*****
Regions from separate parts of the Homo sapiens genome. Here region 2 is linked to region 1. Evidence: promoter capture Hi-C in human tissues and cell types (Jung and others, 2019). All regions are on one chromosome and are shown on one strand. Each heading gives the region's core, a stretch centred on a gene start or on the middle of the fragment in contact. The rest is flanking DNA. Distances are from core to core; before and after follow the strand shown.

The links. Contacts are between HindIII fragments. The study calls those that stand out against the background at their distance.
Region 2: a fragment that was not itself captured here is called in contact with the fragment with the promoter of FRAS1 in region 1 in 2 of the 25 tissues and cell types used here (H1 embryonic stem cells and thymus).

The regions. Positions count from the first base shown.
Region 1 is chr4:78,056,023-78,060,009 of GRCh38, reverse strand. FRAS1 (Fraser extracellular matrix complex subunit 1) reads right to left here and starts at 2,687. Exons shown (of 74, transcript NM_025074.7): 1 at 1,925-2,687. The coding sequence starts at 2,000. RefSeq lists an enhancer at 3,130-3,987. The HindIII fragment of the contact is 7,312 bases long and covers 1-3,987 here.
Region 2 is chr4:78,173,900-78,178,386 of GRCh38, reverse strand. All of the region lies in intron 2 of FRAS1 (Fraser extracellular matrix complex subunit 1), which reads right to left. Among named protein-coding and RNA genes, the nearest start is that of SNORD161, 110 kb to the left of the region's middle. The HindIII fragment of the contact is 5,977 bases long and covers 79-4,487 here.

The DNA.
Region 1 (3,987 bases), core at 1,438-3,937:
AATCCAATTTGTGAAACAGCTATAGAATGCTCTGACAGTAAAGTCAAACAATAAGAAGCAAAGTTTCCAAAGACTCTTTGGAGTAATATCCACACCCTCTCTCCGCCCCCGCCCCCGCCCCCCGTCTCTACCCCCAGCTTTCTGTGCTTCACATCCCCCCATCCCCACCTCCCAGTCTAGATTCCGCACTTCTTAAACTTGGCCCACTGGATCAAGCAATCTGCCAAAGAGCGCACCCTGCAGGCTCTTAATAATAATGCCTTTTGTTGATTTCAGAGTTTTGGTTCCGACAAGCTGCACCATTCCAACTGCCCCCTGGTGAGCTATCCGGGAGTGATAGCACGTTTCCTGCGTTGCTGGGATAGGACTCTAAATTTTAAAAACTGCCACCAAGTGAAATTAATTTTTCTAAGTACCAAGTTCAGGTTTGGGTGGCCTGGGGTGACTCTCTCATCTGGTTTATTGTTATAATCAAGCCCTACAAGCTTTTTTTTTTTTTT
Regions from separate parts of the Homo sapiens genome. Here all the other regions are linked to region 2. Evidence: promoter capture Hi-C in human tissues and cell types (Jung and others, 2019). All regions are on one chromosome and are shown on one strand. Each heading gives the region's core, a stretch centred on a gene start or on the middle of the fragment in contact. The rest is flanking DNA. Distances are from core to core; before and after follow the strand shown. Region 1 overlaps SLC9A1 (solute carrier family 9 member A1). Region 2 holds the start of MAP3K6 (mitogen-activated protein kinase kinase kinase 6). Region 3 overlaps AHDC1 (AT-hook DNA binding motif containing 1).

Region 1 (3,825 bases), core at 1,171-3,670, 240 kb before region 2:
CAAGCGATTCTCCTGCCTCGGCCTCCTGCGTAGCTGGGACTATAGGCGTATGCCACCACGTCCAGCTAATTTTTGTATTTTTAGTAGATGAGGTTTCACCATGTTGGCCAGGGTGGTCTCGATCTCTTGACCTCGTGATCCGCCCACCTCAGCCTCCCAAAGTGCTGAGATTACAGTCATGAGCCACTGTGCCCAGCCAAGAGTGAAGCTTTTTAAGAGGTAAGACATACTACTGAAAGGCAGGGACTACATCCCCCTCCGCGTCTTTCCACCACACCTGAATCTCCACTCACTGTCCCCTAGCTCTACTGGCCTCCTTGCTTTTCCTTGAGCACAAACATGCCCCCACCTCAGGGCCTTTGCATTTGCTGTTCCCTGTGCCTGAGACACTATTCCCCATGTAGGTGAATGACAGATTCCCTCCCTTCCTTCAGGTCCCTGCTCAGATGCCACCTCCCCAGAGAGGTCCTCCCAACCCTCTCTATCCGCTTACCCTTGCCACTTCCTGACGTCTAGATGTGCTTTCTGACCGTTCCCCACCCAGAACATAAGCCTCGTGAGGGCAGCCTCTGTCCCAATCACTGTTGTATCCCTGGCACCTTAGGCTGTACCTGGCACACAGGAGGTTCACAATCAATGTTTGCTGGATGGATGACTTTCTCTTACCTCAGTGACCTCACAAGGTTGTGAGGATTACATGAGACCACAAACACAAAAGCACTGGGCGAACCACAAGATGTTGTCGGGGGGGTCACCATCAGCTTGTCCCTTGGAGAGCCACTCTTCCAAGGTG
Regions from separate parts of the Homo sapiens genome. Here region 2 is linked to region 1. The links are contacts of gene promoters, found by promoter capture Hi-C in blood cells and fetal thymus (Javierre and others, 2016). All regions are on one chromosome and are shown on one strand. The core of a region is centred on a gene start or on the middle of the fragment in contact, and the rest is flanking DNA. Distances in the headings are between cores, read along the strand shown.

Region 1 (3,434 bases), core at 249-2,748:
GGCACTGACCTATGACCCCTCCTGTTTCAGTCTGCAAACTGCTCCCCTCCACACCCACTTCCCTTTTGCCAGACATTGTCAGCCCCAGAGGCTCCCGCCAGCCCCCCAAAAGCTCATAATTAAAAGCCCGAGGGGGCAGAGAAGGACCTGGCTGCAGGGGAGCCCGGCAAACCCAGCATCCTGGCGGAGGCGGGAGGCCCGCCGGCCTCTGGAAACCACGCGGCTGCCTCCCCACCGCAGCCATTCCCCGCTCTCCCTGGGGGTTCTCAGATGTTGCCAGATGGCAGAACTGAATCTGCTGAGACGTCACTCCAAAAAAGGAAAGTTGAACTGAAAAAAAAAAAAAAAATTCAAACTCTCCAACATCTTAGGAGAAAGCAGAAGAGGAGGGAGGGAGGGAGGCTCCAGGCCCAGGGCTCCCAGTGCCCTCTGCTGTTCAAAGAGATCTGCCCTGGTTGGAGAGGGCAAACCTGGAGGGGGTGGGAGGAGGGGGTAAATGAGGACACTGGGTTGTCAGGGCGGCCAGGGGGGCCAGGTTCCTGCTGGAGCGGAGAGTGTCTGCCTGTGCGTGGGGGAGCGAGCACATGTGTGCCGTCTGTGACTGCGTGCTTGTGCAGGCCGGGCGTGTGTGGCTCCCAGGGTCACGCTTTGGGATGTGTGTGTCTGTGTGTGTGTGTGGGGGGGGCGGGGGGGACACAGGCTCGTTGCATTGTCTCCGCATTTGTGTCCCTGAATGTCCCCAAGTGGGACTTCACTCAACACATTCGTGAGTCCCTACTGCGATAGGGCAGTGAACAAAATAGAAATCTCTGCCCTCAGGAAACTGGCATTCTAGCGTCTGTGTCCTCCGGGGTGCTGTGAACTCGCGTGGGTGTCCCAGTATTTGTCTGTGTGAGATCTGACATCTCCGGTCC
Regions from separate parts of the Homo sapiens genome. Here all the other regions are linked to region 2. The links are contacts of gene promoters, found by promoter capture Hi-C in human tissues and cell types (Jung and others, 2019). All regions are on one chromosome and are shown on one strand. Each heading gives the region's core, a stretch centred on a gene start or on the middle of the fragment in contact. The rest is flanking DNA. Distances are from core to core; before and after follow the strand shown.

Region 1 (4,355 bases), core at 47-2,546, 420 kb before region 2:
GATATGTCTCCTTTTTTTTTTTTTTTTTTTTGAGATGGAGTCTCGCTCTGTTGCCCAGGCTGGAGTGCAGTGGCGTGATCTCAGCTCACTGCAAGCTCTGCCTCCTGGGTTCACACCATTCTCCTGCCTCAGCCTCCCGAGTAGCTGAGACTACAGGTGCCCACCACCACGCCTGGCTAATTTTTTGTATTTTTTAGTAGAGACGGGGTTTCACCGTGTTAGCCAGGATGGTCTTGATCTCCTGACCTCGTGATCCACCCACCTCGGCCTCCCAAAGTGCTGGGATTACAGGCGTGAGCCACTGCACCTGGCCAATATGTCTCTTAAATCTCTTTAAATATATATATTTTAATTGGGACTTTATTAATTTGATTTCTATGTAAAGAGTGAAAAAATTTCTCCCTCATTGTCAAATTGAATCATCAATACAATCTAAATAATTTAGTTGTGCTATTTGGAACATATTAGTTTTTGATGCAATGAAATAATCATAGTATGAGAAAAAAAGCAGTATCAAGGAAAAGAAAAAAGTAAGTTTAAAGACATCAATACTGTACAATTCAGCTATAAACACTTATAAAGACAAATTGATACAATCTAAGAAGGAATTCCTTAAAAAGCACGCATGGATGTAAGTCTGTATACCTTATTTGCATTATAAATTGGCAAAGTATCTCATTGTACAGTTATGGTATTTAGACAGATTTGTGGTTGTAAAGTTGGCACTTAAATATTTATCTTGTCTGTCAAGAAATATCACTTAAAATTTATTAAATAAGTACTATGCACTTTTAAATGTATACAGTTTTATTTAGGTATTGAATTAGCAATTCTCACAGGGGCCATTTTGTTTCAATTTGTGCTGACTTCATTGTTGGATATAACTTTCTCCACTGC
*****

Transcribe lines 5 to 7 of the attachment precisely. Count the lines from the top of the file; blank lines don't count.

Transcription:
Region 1 is chr4:78,056,023-78,060,009 of GRCh38, reverse strand. FRAS1 (Fraser extracellular matrix complex subunit 1) reads right to left here and starts at 2,687. Exons shown (of 74, transcript NM_025074.7): 1 at 1,925-2,687. The coding sequence starts at 2,000. RefSeq lists an enhancer at 3,130-3,987. The HindIII fragment of the contact is 7,312 bases long and covers 1-3,987 here.
Region 2 is chr4:78,173,900-78,178,386 of GRCh38, reverse strand. All of the region lies in intron 2 of FRAS1 (Fraser extracellular matrix complex subunit 1), which reads right to left. Among named protein-coding and RNA genes, the nearest start is that of SNORD161, 110 kb to the left of the region's middle. The HindIII fragment of the contact is 5,977 bases long and covers 79-4,487 here.

The DNA.